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Cover Reveal: GIVE ME A SIGN by Anna Sortino

Cover reveal! A girl finds a community—and love—over the course of one summer in this joyful, wholesome YA romance that celebrates Deaf pride. Give Me a Sign by Anna Sortino is coming July 11, 2023!

Lilah is tired of being stuck in the middle. At least, that’s what having a hearing loss seems like sometimes—when you don’t feel “deaf enough” to identify as Deaf or hearing enough to meet the world’s expectations.

Ready for a change, Lilah becomes a counselor at a summer camp for the deaf and blind, where she plans to brush up on her ASL. There, she also finds a community. There are British lifeguards, who are very cute and very hard to understand; a YouTuber, who’s just a bit desperate for clout; the campers Lilah’s responsible for (and maybe a bit overwhelmed by)—and there’s Isaac, the dreamy Deaf counselor who volunteers to help Lilah with her signing.

Romance was neveron the agenda, and Lilah’s not positive Isaac likes her that way. But all signs seem to point to love—unless Lilah’s reading them wrong? One thing’s for sure: Lilah wanted change, and things here . . . they’re definitely different than she’s used to.

Scroll down to see the cover and read a sneak peek!

Cover illustrator: Christina Chung, Designer: Kaitlin Yang

A guy about my age is standing there in a blue baseball cap and a Cubs T-shirt that fits him perfectly. He looks like he be­longs in the team’s dugout, although his hat has a cursive L on the front that I don’t recognize. A small tuft of hair curls at his forehead. He has a warm-brown complexion and kind, dark eyes that are set on me. He’s standing with his hands loosely clasped together, ready to sign, with a woven bracelet around his wrist, perhaps from last summer.

My heart is racing, and I’m not sure if it’s from lifting the bag or from realizing who helped me. “Thank you,” I say breathlessly.

You’re welcome,” he signs. He points past me and signs something else.

I freeze. I want to answer him in sign, but I’m unsure exactly what he’s asking. He gives a small shrug, likely knowing that I didn’t understand, and walks around me to grab his backpack from his bunk . . . which is directly below mine. Of all the beds I could have chosen! At least he won’t be able to hear me if I snore in my sleep.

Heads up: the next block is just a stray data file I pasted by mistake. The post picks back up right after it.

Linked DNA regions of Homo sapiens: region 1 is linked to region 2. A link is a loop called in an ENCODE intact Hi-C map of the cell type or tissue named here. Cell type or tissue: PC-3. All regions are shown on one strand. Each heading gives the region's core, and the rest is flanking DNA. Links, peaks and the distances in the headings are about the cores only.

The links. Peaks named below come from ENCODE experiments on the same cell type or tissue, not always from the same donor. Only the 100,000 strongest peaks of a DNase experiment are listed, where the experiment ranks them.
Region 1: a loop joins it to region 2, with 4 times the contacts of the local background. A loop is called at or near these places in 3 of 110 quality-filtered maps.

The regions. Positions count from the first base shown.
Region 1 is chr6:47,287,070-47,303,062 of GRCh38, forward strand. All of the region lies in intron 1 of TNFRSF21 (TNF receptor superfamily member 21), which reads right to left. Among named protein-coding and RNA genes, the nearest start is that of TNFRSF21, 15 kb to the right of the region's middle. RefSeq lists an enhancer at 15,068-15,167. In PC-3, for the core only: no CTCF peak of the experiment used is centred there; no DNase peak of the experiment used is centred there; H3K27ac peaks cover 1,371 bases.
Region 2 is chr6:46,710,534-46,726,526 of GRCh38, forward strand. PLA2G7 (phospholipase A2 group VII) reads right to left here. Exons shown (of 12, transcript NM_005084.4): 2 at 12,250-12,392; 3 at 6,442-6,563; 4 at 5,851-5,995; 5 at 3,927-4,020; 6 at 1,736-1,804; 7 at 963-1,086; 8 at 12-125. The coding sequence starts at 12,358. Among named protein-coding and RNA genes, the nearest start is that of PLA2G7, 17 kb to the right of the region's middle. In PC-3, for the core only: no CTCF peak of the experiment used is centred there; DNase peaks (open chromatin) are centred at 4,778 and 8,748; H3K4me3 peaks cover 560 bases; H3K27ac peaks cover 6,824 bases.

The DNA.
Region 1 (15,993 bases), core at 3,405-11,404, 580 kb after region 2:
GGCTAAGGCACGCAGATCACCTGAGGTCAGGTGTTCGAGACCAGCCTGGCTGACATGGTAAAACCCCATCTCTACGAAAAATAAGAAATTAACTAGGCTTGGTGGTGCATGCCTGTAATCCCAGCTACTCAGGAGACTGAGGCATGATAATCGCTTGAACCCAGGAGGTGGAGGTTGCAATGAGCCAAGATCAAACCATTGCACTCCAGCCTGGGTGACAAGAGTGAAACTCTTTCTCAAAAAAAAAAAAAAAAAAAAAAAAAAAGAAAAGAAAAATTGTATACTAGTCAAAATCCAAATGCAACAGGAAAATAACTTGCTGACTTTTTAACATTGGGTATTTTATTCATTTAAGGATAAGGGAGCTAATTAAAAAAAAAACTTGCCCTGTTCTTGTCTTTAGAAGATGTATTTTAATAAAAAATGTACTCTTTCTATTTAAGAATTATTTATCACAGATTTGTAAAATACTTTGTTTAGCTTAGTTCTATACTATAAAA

Are you new this year?” This time he mouths the words a little bit, which I know is purely for my benefit.

“Um, no.” I beg my brain to remember any of the ASL I practiced. “Long time ago, I was here,” I say and sign. “As a camper.”

Wait . . . ” He tilts his head to the side. His wonderfully ex­pressive eyebrows do a lot of communicating for him as he raises them and leans forward. “I think I remember you. Bug, right?

“Whoa,” I say and sign. “Yes! You were a camper here, too?” I am certain I would remember him.

Yeah, and then ————,” he signs. I don’t follow most of his response, but he raises his hand from his chest to his head, signing that he’s grown taller. “I look different, maybe.

“Oh right, good,” I say and sign, nodding while my brain races to try to process more of what he signed.

Good?” His eyebrows are raised and there’s a mischievous glint in his eyes.

“Good, as in, I think I remember you now, too,” I say and sign quickly, cursing my limited vocabulary and feeling the blush rise on my cheeks. I stare down at his worn running sneakers that are caked in dry mud and laced with bright-green cords.

I’m I————.

“Sorry.” I hope that my frustration at my lacking ASL doesn’t come across as overly apologetic. “Again, please.

He smiles and patiently spells out his name again. “I-s-a-a-c.

L-i-l-” But my hand is shaking, and I mess up, jumbling my letters. I close my hand into a fist, take a brief pause, and start again. “L-i-l-a-h.

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Penguin Teen